MUMBAI’S LEGENDARY Sea Rock Hotel embodies both the missteps of The Indian Hotels and its probable path to redemption. Spread over more than six acres of land abutting the sea in Bandra, Sea Rock was where Bollywood hung out in the late ’70s, ’80s, and early ’90s. Ramma Bans ran Sea Rock’s gym where Rekha came for her workouts. (They even produced a fitness video together). Subhash Ghai hosted his after-release parties there, while the Amitabh Bachchan starrer Don wasshot in its banquet hall, complete with a red velvet background and large chandeliers. Built by the four Luthria brothers in the ’70s, managed by the ITC-Welcomgroup, and later franchised to Sheraton, Sea Rock was one of the few five-stars in Mumbai.

In 1993, terrorists blew up parts of the hotel, which was then shut down. In 2005, the Luthrias sold it to the Nandas, who run the Claridges hotels in Delhi and Faridabad, for an undisclosed sum, reckoned to be between Rs 180 crore and Rs 300 crore. The Nandas tried running Sea Rock with a limited number of rooms, but gave up after a year and a half. The U.S.-based Mandarin Oriental Hotel Group was then interested in the property, but eventually the Nandas sold it to Indian Hotels for Rs 700 crore in 2009.

Sea Rock sits across the road from Indian Hotels’ other property in Bandra, Taj Lands End. Till the turn of the millennium, most of Mumbai’s commerce was concentrated in the south. But high real estate prices, combined with the lack of space, forced many companies to relocate to areas in, around, and beyond Bandra. What was once the suburbs is now ‘north Mumbai’. So buying Sea Rock seemed like a smart move—till Umesh Luthria, one of Sea Rock’s former owners reveals that he and his family took the deal to Indian Hotels before they took it to the Nandas. “But they were seemingly uninterested.” One reason could have been the undeveloped space within the precincts of Lands End. While he doesn’t disclose the price he offered, it’s safe to assume that it would have come a few hundred crores cheaper than what Indian Hotels ultimately paid.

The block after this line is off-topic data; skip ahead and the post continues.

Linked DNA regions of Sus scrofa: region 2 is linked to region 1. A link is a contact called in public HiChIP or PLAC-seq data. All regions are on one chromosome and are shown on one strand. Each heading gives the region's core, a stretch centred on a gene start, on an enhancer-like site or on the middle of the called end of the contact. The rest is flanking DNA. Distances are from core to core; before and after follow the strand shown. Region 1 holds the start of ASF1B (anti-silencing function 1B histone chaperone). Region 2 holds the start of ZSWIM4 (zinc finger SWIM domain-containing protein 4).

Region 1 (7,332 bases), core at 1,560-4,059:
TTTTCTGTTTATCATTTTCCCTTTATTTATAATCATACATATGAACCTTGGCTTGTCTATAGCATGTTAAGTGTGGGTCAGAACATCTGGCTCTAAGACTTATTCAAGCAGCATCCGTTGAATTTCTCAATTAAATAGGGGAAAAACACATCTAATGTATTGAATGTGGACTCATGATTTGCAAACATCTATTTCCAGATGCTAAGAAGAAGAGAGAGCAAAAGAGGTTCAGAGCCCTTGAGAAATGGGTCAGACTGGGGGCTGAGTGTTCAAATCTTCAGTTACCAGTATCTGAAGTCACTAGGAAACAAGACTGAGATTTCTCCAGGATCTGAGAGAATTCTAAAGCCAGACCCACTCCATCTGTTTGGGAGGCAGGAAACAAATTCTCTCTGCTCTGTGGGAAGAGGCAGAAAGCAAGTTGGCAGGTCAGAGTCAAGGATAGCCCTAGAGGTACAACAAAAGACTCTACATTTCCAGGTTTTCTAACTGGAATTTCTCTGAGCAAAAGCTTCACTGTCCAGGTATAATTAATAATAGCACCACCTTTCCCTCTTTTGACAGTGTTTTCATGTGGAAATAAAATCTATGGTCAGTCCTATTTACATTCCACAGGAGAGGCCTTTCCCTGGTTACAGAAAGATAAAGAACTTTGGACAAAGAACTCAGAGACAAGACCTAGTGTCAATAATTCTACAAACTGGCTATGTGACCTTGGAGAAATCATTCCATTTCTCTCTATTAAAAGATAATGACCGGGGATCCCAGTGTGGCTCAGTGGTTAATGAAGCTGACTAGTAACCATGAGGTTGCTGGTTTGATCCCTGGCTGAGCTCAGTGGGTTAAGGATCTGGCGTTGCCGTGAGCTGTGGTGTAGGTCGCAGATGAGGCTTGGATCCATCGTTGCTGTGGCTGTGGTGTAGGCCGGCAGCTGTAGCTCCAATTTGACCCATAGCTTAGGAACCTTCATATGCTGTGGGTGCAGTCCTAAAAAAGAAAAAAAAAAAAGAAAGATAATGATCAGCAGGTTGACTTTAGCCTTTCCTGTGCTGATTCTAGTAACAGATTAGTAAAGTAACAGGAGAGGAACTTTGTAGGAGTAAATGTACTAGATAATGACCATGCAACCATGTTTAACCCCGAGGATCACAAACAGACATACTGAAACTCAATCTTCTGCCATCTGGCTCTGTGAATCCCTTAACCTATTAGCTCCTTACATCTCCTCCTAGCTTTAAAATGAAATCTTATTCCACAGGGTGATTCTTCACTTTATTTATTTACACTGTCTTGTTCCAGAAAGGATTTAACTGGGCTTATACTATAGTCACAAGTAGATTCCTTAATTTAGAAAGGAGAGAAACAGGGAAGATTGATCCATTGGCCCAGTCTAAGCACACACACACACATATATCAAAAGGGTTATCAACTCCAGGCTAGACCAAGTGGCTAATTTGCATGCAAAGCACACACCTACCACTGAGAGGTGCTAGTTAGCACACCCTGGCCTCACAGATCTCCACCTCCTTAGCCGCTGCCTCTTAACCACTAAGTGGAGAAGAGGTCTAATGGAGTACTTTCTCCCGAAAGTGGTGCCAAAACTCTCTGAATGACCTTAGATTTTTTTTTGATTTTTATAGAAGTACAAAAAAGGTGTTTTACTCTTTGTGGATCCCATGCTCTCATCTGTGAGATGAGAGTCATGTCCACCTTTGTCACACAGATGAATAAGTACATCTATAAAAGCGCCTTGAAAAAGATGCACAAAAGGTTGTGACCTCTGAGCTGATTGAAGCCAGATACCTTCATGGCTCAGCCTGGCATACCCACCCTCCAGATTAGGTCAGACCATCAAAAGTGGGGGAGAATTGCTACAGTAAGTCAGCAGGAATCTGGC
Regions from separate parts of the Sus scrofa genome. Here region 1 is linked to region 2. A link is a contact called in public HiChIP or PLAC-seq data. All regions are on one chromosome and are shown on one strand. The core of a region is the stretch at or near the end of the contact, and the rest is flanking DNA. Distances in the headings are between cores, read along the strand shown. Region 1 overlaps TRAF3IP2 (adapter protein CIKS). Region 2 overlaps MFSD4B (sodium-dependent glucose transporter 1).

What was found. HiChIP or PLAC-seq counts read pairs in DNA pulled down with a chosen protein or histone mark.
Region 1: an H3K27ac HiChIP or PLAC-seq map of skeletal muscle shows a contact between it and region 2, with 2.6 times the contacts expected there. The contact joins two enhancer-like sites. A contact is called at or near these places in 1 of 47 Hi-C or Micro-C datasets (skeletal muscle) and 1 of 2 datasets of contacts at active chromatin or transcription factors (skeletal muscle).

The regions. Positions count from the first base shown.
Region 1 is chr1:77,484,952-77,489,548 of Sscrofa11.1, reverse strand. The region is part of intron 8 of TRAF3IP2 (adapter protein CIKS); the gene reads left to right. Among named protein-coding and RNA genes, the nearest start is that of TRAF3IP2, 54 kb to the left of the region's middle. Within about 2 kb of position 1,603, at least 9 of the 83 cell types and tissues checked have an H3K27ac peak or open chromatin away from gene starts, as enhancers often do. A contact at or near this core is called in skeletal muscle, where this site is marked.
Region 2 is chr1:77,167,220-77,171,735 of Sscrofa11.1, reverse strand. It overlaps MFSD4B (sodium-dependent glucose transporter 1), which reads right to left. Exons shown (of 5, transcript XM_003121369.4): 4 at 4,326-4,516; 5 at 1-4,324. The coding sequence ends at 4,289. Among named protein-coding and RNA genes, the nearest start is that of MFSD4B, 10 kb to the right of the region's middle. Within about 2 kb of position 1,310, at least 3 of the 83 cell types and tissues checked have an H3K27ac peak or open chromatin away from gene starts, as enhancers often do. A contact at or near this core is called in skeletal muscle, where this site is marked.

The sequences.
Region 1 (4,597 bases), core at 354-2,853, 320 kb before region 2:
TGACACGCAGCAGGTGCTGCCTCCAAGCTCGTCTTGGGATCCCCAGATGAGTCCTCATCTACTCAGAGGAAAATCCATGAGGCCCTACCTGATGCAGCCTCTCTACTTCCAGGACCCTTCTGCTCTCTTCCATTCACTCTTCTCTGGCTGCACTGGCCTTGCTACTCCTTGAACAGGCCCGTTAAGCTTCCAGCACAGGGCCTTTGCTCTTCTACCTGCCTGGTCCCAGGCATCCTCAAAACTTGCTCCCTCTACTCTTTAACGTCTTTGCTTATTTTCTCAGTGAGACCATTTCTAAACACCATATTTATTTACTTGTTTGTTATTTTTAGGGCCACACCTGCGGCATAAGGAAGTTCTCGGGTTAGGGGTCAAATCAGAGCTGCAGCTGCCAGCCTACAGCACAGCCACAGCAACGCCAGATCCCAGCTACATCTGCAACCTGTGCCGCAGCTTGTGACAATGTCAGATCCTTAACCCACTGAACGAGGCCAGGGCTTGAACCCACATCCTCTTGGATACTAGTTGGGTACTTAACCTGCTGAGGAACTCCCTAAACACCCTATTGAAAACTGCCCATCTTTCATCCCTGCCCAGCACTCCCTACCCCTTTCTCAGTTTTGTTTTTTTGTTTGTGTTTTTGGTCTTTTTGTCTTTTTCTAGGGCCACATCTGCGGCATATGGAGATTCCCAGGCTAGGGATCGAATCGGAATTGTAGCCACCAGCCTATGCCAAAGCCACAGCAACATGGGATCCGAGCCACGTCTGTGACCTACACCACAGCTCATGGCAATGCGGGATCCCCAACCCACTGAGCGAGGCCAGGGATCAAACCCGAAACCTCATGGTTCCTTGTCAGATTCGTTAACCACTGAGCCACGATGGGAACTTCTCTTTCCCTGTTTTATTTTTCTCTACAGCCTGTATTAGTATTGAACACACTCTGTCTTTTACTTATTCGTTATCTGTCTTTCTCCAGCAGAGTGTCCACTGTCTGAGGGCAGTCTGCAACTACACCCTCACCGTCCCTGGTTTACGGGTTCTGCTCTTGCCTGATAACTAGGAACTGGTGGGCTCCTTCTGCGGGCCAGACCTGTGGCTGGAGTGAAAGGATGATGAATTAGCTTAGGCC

Former employees say the company lacked the foresight to build rooms in north Mumbai even as recently as the mid-2000s. “It focussed on its three south Mumbai properties,” says one. In the last five years, the revenue per available room (revPAR), the most significant hotel industry statistic, has halved to Rs 4,950 among five-star hotels in south Mumbai, according to HVS, a hospitality industry research outfit. More significant, newer properties of hotels such as the Hilton, JW Marriott, and Grand Hyatt, have added more than 2,500 five-star rooms in north Mumbai in the past decade. Indian Hotels’ sole offering in the north continues to be the 493-room Lands End.

Rebuilding Sea Rock is now high on the agenda as it will re-establish Indian Hotels as a serious player in north Mumbai. The hotel was demolished in 2010, and the group applied for building permission. “Of the 20 odd CRZ [coastal regulatory zoning] licences, we’re lacking approval for one,” says Anil P. Goel, Indian Hotels finance director. One plan is to connect Sea Rock to Lands End. Together, the two will account for 1.5 million sq. ft. of space, with the new hotel adding 1,000 keys, luxury residences, serviced apartments, 12 restaurants, two large ballrooms that will hold 2,000 people each, and two smaller ones for 800 and 400 people.